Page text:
Basic Introduction/History Behind International Day of Yoga
While addressing the 69 session of United Nations General Assembly (UNGA) on September 27, 2014, the Honorable Prime Minister of India Shri Narendra Modi urged the world community to adopt an International Day of Yoga. "Yoga is an invaluable gift of ancient Indian tradition. It embodies unity of mind and body; thought and action; restraint and fulfillment; harmony between man and nature and a holistic approach to health and well-being. Yoga is not about exercise but to discover the sense of oneness with ourselves, the world and Nature. By changing our lifestyle and creating consciousness, it can help us to deal with climate change. Let us work towards adopting an International Yoga Day," Shri Modi said.
On December 11, 2014, the 193 member UNGA approved the proposal by consensus with a record 177 co-sponsoring countries a resolution to establish 21 June as "International Day of Yoga". In its st resolution, the UNGA recognised that Yoga provides a holistic approach to health and well-being and wider dissemination of information about the benefits of practicing Yoga for the health of the world population. Yoga also brings harmony in all walks of life and thus, is known for disease prevention, health promotion and management of many lifestyle-related disorders.
What is Yoga?
Yoga is essentially a spiritual discipline based on an extremely subtle science which focuses on bringing harmony between mind and body.It is an art and science for healthy living. The word "Yoga" is derived from the Sanskrit root meaning "to join", "to yoke" or "to unite". According to Yogic scriptures, the practice of Yoga leads to the union of individual consciousness with universal consciousness. According to modern scientists, everything in the universe is just a manifestation of the same quantum firmament. One who experiences this oneness of existence is said to be "in Yoga" and is termed as a yogi who has attained a state of freedom, referred to as mukti, nirvāna, kaivalya moksha or . "Yoga" also refers to an inner science comprising of a variety of methods through which human beings can achieve union between the body and mind to attain self-realisation. The aim of Yoga practice is to overcome all kinds of sufferings that lead to a sense of sādhana freedom in every walk of life with holistic health, happiness and harmony.
Brief history and development of Yoga
The science of Yoga has its origin thousands of years ago, long before the first religion or belief systems were born. According to , Yogic lore Shiva has seen as the first or ā and the first or yogi diyogi guru ādiguru Several thousand years ago, on the banks of lake Kantisarovar in the Himalayas, poured his profound knowledge into the ādiyogi legendary or "seven sages". These sages carried this saptarishis powerful Yogic science to different parts of the world including Asia, the Middle East, northern Africa and South America. Interestingly, modern scholars have noted and marvelled at the close parallels found between ancient cultures across the globe. However, it was in India that the Yogic system found its fullest expression. Agastya, the saptarishi who travelled across the Indian subcontinent, crafted this culture around a core Yogic way of life. Yoga is widely considered as an "immortal cultural outcome" of the Indus Saraswati Valley Civilisation – dating back to 2700 BC – and has proven itself to cater to both material and spiritual uplift of humanity. A number of seals and fossil remains of Indus Saraswati Valley Civilisation with Yogic motifs and figures performing Yoga sādhana suggest the presence of Yoga in ancient India. The seals and idols of mother Goddess are suggestive of Yoga. The presence Tantra of Yoga is also available in folk traditions, Vedic and Upanishadic heritage, Buddhist and Jain traditions, , epics of Darshanas Mahabharata including Bhagawadgita and Ramayana, theistic traditions of Shaivas, Vaishnavas and Tantric traditions.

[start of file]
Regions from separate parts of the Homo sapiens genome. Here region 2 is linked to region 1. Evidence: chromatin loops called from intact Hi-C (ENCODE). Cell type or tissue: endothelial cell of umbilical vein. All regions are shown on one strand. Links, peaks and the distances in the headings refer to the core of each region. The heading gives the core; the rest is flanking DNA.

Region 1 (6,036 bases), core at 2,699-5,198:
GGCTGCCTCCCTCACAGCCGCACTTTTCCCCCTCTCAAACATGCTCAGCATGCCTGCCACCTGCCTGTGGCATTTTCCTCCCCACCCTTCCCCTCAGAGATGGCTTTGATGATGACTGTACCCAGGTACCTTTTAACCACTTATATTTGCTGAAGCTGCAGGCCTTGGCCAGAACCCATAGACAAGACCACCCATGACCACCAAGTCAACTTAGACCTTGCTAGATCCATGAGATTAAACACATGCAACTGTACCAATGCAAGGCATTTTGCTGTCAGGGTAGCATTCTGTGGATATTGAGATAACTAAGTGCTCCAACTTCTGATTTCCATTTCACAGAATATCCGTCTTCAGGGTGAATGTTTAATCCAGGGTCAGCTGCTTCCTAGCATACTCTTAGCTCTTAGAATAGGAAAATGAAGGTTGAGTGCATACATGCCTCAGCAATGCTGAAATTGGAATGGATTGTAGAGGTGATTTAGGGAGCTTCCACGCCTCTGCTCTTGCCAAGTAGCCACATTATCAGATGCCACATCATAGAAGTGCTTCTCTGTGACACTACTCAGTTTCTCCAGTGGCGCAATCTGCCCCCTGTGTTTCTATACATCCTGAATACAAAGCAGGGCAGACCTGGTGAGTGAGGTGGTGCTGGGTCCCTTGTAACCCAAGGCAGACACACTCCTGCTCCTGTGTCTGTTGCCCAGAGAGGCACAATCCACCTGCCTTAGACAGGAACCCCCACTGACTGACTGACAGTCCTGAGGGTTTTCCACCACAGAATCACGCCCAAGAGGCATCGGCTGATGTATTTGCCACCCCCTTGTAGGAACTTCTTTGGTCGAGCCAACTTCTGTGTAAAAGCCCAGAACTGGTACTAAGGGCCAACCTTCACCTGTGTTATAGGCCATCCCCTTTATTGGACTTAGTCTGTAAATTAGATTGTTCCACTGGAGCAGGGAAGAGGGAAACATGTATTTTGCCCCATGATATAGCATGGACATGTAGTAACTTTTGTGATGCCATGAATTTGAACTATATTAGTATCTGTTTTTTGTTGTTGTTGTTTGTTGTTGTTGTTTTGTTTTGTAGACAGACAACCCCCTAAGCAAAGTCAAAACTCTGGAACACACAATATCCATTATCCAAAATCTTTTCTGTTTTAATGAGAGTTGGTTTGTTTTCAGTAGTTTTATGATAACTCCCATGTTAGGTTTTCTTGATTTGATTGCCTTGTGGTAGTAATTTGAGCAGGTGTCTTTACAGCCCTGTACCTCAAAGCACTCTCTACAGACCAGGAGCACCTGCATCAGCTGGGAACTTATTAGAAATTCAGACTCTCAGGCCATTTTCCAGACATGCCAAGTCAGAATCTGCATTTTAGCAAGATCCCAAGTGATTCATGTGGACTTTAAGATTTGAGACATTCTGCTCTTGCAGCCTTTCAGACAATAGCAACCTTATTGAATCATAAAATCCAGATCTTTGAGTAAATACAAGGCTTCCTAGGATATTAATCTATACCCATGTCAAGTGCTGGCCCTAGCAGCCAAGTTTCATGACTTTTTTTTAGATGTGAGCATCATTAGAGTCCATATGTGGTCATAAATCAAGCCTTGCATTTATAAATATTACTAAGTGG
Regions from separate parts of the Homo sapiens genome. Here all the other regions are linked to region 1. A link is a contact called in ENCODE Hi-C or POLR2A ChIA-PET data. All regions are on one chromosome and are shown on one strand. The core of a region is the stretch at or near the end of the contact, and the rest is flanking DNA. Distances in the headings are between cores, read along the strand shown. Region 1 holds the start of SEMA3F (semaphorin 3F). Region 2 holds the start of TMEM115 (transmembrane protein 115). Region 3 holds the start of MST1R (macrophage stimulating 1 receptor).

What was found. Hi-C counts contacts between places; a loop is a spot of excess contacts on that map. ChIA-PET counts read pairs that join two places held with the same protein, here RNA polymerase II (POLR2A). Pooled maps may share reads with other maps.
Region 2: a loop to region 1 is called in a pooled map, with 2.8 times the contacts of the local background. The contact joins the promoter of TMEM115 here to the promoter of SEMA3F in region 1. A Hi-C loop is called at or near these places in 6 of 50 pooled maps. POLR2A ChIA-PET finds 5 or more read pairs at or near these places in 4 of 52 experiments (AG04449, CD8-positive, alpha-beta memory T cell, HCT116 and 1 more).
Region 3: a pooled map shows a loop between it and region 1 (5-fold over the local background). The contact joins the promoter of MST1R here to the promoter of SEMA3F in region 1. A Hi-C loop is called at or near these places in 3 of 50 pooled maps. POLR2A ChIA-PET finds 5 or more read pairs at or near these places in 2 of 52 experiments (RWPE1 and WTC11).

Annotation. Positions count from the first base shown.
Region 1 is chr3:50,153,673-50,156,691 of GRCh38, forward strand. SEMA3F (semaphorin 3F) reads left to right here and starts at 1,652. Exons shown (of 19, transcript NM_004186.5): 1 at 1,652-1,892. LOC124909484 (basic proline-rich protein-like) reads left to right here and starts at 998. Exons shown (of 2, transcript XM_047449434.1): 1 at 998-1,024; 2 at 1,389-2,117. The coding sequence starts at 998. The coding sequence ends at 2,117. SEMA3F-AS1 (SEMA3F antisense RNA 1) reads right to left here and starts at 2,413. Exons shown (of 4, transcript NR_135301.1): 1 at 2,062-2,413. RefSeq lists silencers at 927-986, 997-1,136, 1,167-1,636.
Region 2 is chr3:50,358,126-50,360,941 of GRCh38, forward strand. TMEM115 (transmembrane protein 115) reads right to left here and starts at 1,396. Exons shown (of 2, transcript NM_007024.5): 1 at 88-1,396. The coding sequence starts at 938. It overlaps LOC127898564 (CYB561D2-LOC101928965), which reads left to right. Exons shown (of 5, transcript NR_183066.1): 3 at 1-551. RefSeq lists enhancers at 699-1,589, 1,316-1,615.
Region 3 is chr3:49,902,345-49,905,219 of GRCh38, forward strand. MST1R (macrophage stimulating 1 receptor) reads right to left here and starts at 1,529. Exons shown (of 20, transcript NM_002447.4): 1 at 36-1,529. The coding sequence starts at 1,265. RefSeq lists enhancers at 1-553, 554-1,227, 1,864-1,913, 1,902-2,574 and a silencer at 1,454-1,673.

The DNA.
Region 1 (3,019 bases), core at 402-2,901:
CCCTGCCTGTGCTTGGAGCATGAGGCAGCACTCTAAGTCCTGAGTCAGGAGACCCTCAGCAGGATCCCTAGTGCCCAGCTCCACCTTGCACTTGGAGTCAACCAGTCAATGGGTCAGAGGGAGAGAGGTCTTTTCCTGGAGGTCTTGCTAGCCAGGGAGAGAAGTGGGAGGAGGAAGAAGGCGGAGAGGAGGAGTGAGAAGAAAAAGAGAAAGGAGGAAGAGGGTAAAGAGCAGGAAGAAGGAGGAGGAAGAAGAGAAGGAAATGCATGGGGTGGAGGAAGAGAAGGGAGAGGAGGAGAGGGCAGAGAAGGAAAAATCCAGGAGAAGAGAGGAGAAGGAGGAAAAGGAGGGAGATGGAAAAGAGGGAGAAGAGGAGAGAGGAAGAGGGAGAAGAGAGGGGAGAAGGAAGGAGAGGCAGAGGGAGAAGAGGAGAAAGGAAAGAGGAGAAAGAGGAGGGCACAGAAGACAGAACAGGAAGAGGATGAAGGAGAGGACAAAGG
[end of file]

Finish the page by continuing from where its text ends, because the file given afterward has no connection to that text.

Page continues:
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The Fundamentals of Yoga
Yoga works on the level of one's body, mind, emotion and energy. This has given rise to four broad classifications of Yoga: where Karma Yoga we utilise the body; where we utilise the mind; Jnāna Yoga Bhakti Yoga where we utilise the emotion and Kriya Yoga where we utilise the energy. Each system of Yoga we practice falls within the gamut of one or more of these categories. Every individual is a unique combination of these four factors. Only a guru (teacher) can advocate the appropriate combination of the four The Fundamentals of Yoga Yoga works on the level of one's body, mind, emotion and energy. This has given rise to four broad classifications of Yoga: where Karma Yoga we utilise the body; where we utilise the mind; Jnāna Yoga Bhakti Yoga where we utilise the emotion and Kriya Yoga where we utilise the energy. Each system of Yoga we practice falls within the gamut of one or more of these categories. Every individual is a unique combination of these four factors. Only a guru (teacher) can advocate the appropriate combination of the four fundamental paths as is necessary for each seeker. "All ancient commentaries on Yoga have stressed that it is essential to work under the direction of a guru."
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